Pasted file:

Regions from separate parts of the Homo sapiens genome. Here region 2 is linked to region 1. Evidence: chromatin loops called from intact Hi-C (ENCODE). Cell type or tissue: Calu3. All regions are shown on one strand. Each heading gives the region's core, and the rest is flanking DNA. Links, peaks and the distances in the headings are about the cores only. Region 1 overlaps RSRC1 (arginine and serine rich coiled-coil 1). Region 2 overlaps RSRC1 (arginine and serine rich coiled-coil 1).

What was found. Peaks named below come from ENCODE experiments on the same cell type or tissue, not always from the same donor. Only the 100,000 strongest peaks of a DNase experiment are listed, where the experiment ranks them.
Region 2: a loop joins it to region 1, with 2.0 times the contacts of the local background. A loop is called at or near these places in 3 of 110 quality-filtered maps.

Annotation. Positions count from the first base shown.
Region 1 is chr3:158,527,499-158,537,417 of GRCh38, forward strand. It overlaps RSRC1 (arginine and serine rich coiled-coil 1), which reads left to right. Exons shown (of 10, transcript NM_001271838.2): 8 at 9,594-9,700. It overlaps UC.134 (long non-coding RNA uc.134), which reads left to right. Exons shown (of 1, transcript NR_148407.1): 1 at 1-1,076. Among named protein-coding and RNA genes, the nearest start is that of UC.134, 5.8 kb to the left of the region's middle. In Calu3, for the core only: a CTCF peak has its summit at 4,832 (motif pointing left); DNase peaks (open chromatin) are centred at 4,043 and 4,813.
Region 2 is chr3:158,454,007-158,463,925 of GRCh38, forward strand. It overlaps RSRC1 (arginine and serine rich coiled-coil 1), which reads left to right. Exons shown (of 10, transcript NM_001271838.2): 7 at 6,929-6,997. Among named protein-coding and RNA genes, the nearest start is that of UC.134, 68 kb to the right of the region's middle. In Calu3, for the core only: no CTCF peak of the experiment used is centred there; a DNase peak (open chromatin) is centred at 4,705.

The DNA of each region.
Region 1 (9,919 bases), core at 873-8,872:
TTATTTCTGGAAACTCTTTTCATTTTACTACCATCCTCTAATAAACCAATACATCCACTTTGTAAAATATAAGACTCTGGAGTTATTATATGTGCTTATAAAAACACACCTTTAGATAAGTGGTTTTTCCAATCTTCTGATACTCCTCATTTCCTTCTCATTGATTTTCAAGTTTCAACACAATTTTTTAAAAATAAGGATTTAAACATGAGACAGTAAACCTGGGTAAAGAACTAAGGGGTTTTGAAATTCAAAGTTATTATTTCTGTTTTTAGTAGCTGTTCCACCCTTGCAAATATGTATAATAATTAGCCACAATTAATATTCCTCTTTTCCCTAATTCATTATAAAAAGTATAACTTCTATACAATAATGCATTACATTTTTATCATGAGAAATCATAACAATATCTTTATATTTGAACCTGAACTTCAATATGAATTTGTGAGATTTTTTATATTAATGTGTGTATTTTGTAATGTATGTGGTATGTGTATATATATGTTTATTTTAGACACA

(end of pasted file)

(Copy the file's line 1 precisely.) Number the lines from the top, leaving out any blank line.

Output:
Regions from separate parts of the Homo sapiens genome. Here region 2 is linked to region 1. Evidence: chromatin loops called from intact Hi-C (ENCODE). Cell type or tissue: Calu3. All regions are shown on one strand. Each heading gives the region's core, and the rest is flanking DNA. Links, peaks and the distances in the headings are about the cores only. Region 1 overlaps RSRC1 (arginine and serine rich coiled-coil 1). Region 2 overlaps RSRC1 (arginine and serine rich coiled-coil 1).